Near the end of Mr. Goldhagen’s indictment, nominally a review essay, he writes: “A major research project into the political, social, and cultural histories of each national Catholic Church’s attitudes and actions toward the Jews-before and during the Nazi period-remains an essential prerequisite for fully evaluating the role of the Catholic Church, and for the Church itself to fully to [sic] evaluate its role, during the Holocaust.” “Fully” one may easily concede; “adequately” is another matter. Historical analysis, like psychoanalysis, is in principle interminable. What matters most is that already published indictments of Pius XII and of the conduct of the Catholic Church during World War II should rest on adequate information, and they do. There is room, to be sure, on the library shelves for Mr. Goldhagen’s forthcoming book, A Moral Reckoning: The Catholic Church During the Holocaust and Today . And yet Michael Phayer’s scathing The Catholic Church and the Holocaust, 1930-1965 is not deficient in its documentation. There was room, similarly, for James Carroll’s heartfelt and confessional Constantine’s Sword . And yet Monsignor Edward Flannery’s less confessional but more path-breaking The Anguish of the Jews: Twenty-Three Centuries of Anti-Semitism -published (with the imprimatur of Cardinal Spellman) as far back as 1965, updated in 1985, and still in print-employs a more than adequate documentary base to draw the same moral from the same terrible story.
The rather more pressing need, it would seem to me, even within shoah studies, is for a more thorough country-by-country inquiry not into the conduct of the Catholic Church in each country, but rather of each country’s wartime political regime vis-à-vis the genocide in progress. Mr. Goldhagen rightly indicts Pius XII for not denouncing earlier and louder than he did the catastrophic 1944 transportation of the Jews of Hungary to Auschwitz. But read Martin Gilbert’s Auschwitz and the Allies (1981): The plea at the time from Jewish leaders on the continent was not just for denunciations and warnings (from “leading Anglo-Saxon personalities, non-Jewish and Jewish” more than from the Pope), but also for Allied bombardment of the only rail line from Hungary to Auschwitz. The Allies could have managed that bombardment. Why didn’t they? Examples of such indifference are sickeningly numerous. If John Paul II is required to apologize for Pius XII’s sins of omission, may Tony Blair and George W. Bush not be made to apologize for the comparable sins of Winston Churchill and Franklin Roosevelt?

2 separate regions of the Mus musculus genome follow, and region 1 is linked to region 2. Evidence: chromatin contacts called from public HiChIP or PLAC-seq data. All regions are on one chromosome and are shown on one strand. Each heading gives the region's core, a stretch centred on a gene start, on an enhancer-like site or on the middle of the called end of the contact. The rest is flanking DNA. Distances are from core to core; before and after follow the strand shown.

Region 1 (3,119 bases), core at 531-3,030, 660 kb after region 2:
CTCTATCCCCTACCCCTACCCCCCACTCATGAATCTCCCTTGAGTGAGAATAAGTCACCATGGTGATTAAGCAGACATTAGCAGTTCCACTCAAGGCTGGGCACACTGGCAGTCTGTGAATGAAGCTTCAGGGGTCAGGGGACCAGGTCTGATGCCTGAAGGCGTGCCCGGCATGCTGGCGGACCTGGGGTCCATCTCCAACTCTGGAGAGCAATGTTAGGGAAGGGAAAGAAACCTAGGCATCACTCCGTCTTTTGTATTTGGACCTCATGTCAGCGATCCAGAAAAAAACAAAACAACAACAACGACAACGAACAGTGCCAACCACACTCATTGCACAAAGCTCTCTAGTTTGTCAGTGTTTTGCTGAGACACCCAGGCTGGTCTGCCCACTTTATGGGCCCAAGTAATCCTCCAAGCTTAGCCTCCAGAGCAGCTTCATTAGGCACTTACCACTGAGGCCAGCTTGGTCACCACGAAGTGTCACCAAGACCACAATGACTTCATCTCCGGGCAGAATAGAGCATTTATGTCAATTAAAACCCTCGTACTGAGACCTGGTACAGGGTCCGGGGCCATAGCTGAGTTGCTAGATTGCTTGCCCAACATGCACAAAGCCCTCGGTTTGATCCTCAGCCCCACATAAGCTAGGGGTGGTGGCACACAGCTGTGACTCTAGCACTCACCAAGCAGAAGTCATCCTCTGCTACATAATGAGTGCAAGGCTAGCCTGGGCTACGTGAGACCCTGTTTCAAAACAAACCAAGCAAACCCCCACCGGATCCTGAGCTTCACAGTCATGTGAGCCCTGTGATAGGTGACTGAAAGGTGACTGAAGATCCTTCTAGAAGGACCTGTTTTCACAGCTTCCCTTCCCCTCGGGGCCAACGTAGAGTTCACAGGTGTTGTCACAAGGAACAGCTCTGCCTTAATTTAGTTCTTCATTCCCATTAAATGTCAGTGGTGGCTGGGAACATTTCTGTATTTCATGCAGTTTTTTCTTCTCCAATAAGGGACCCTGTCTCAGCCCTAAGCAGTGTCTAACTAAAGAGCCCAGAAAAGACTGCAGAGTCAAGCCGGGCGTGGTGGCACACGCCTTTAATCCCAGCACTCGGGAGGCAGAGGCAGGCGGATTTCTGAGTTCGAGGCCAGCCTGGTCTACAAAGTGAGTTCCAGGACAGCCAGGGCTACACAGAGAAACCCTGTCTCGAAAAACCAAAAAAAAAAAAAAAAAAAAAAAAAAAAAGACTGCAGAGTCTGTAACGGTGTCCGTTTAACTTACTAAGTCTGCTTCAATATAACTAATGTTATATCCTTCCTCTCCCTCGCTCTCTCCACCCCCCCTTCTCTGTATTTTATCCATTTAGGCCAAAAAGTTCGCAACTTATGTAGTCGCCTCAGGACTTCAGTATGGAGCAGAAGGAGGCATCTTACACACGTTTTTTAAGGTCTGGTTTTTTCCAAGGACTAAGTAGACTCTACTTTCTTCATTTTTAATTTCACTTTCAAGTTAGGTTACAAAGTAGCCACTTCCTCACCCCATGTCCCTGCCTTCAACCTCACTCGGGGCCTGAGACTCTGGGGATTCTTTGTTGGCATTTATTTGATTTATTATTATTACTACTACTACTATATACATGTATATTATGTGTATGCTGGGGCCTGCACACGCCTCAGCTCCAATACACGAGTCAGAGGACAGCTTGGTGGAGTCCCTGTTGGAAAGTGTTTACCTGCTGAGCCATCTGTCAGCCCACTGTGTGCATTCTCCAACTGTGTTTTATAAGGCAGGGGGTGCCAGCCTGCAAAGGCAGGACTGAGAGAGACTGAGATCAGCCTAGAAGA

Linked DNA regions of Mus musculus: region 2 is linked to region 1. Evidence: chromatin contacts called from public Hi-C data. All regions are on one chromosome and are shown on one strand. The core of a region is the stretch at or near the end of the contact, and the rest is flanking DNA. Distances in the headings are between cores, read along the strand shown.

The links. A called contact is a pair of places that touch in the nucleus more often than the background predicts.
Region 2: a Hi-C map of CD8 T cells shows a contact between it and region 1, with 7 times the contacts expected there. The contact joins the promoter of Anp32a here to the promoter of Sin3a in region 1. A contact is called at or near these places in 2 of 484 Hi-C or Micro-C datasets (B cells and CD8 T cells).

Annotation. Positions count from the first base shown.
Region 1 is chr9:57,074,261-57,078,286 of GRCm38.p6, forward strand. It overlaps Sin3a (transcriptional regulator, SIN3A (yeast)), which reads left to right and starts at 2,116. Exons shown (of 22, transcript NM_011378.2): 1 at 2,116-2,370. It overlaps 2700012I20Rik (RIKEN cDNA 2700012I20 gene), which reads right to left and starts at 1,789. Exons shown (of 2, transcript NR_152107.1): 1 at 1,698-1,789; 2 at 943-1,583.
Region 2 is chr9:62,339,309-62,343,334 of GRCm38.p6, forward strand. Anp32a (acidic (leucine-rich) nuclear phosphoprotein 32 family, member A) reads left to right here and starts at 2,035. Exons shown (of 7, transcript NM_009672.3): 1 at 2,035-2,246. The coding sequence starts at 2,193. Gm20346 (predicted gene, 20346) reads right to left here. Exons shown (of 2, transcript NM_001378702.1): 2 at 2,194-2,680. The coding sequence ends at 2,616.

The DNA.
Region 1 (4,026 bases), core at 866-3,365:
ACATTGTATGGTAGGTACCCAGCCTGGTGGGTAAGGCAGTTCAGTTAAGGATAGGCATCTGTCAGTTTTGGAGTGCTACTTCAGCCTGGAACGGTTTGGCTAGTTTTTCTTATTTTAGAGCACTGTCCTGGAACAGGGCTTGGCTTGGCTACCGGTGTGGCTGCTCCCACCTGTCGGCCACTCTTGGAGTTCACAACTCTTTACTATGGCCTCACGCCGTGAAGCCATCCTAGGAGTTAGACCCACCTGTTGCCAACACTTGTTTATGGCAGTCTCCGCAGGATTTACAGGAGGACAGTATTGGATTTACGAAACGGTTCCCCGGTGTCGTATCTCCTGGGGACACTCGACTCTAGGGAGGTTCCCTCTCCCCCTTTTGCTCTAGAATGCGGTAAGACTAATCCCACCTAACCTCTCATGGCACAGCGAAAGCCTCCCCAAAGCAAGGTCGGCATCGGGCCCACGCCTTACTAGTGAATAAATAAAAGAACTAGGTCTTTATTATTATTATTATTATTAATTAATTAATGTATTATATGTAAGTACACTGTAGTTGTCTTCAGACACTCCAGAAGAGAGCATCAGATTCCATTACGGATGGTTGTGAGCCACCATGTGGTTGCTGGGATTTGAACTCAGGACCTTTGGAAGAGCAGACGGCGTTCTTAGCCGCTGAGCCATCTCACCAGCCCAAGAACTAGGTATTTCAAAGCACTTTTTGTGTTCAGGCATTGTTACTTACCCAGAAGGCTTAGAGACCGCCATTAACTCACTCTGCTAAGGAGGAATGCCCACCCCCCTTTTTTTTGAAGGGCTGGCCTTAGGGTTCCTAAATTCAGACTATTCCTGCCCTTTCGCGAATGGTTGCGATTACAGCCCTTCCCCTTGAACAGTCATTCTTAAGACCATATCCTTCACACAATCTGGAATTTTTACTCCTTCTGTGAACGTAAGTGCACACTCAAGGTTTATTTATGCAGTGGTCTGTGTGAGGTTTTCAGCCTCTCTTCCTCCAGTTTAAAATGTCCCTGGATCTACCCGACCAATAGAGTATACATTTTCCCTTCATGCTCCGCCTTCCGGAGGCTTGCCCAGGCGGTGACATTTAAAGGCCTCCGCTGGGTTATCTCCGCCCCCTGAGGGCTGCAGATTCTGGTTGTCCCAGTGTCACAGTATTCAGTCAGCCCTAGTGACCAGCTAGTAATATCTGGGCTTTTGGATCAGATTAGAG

I do not mean to be facetious in speaking of apologies. Mr. Blair saw fit to offer an apology for the conduct of the United Kingdom during Ireland’s Great Hunger, an atrocity a century older than the Nazi shoah . “Never apologize, never explain” is no longer the diplomat’s proud motto. Nor do I mean, however, principally to harp on the inconsistent treatment of various wartime offenders against the Jews of Europe. The more troubling inconsistency, it seems to me, is that between American volubility about German or Euro-Catholic sins on the one hand, and American silence about American sins on the other. I applaud the efforts that have been made to hold the Vatican, on secular grounds, to a high ethical standard, and to show how official Catholic prejudice against the Jews softened up the residually Catholic parts of Europe for the Nazi “Final Solution.” I look forward to the further opening of the relevant Vatican archives, as of any other now closed archives that bear on this historic atrocity.
But Germany remains an easy target in America, and the Vatican is the easiest of targets almost everywhere. “What would Jesus have done” when the Cherokee were being driven west on the Trail of Tears, or when the Bantu were being loaded into the hold for the Middle Passage? Should the United States pay reparations to the victims’ descendants as Germany has paid reparations to Israel, calculating the purchase price (and compounding the interest) that should have been paid to the Cherokee for Georgia and the wages that should have been paid to the blacks for two centuries and more of unpaid labor? Try asking that at a dinner party and see how warm a welcome you receive from your fellow taxpayers. These are questions that make the American gorge rise, but like them or not, these are American questions, and-like the question about the morality of the gigantic and half-hidden American penal system-they are the ones we most need to ask.
Jack Miles, senior adviser to the president of the J. Paul Getty Trust, is the author of Christ: A Crisis in the Life of God (Knopf) .